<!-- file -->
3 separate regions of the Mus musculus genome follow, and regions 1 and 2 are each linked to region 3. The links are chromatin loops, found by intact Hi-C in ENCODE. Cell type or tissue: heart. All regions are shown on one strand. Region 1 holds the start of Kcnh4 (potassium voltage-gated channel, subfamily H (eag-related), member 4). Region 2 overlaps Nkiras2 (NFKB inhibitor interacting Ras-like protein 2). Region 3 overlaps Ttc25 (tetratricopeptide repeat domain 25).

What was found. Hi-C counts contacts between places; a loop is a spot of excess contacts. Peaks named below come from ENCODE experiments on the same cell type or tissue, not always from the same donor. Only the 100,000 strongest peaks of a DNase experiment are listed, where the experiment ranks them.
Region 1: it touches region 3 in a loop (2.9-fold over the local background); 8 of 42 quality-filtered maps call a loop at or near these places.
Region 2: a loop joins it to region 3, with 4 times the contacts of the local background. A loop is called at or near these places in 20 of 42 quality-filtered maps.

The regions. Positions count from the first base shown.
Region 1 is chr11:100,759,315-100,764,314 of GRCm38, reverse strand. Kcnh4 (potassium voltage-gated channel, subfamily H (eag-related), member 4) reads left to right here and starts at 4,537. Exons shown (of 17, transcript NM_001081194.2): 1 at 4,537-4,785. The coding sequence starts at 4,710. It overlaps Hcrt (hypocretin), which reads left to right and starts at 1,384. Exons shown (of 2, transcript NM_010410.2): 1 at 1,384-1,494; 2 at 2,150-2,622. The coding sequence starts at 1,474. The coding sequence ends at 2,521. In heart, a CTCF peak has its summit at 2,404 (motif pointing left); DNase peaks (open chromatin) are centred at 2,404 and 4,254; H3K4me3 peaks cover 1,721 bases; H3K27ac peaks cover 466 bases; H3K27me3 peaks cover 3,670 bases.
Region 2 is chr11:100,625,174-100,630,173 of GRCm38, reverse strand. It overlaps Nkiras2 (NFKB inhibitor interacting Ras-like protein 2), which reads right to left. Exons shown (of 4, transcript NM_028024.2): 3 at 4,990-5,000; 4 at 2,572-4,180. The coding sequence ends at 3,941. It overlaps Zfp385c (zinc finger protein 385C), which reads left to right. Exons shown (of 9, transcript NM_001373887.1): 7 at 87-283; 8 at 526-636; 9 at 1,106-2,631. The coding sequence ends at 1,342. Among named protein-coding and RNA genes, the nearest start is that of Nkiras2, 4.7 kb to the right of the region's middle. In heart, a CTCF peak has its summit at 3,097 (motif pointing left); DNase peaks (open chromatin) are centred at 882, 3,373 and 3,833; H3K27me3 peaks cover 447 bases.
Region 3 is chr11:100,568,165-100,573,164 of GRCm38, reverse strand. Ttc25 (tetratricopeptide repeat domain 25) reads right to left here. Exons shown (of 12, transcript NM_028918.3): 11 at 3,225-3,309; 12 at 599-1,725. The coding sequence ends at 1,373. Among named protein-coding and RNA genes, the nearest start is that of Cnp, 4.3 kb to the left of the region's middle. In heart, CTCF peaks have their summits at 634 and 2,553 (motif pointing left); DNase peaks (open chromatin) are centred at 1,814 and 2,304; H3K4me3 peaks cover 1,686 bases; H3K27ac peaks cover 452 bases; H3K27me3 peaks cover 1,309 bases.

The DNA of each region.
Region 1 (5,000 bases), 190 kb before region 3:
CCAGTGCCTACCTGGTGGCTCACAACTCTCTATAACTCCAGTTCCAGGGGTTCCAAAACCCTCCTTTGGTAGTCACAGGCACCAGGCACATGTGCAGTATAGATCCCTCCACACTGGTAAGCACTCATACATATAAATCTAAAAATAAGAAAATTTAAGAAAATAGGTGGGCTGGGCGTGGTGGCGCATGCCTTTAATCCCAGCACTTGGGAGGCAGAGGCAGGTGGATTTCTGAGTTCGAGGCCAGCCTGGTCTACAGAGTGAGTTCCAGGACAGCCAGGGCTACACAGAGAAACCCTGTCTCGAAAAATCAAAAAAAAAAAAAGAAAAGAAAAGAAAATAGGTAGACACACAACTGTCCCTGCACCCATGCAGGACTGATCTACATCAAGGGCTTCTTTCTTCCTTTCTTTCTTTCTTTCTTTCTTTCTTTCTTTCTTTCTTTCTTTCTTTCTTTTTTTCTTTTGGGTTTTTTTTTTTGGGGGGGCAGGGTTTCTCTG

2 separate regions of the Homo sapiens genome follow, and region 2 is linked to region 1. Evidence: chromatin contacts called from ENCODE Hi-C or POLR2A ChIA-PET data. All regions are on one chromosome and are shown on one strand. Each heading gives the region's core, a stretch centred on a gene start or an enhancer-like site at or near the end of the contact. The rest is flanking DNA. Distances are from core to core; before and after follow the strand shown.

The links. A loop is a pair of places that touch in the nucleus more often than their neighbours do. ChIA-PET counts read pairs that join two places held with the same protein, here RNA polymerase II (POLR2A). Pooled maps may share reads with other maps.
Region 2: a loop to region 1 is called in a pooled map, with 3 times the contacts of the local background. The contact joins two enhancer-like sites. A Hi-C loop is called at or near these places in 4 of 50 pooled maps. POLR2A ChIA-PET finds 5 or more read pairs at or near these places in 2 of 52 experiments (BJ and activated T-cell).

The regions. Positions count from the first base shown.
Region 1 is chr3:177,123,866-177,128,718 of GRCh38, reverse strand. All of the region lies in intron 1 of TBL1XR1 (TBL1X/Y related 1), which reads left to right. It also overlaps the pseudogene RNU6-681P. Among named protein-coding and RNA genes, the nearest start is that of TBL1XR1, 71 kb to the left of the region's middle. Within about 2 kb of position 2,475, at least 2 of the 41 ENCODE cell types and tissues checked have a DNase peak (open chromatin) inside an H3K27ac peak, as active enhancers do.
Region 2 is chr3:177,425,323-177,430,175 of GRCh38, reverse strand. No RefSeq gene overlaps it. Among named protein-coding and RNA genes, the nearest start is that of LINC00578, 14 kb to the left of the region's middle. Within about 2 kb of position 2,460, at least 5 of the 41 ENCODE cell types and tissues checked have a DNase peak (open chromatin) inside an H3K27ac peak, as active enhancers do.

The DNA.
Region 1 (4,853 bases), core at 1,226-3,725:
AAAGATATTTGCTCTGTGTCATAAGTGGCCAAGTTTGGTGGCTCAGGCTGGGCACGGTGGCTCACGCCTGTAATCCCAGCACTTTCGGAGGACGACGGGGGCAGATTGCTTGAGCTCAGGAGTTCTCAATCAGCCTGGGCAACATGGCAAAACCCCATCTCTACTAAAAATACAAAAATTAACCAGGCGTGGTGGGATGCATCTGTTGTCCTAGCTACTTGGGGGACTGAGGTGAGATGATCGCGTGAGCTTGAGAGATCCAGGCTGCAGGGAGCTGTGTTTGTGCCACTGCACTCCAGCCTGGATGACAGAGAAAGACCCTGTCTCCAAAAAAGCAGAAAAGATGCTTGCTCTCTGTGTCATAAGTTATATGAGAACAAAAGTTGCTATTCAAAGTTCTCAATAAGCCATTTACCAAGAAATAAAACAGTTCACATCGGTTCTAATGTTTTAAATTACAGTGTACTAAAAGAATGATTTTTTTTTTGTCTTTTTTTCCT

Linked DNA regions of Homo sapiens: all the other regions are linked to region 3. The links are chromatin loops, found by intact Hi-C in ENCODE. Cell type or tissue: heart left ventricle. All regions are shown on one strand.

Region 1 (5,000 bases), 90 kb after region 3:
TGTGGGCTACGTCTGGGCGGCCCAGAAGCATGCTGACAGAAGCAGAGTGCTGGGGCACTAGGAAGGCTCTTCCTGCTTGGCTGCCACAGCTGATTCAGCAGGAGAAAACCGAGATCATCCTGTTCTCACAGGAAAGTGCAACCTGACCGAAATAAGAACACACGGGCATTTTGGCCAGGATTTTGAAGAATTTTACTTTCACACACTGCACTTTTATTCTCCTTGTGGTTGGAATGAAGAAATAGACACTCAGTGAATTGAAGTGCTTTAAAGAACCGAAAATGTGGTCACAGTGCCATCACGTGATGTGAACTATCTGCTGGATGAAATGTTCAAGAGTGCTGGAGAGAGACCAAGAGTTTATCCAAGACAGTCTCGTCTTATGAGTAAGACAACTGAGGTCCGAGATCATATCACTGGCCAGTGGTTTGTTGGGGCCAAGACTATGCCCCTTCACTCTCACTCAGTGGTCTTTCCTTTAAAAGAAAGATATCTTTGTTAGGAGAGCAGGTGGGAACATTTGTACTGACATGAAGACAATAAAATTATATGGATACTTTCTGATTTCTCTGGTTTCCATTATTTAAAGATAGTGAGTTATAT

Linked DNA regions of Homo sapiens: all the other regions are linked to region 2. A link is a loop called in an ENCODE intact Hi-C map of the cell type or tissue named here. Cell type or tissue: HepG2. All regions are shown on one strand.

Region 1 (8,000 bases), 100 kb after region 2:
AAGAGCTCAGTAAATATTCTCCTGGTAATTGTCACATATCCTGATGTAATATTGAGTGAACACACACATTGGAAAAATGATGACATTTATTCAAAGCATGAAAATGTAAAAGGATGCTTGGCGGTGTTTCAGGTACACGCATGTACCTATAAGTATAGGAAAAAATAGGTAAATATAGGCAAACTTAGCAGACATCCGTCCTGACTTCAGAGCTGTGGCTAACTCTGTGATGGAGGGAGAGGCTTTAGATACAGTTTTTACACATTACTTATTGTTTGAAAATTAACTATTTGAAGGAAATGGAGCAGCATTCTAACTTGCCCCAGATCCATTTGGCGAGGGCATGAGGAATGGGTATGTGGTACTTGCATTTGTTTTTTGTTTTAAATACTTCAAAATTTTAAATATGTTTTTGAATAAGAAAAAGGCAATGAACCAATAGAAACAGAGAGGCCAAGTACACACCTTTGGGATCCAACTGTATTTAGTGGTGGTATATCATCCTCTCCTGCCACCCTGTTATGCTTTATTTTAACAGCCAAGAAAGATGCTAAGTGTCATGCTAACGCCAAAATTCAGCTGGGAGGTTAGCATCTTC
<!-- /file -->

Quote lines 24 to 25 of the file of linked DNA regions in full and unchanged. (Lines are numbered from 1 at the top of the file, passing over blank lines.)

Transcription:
Linked DNA regions of Homo sapiens: all the other regions are linked to region 2. A link is a loop called in an ENCODE intact Hi-C map of the cell type or tissue named here. Cell type or tissue: HepG2. All regions are shown on one strand.

Region 1 (8,000 bases), 100 kb after region 2: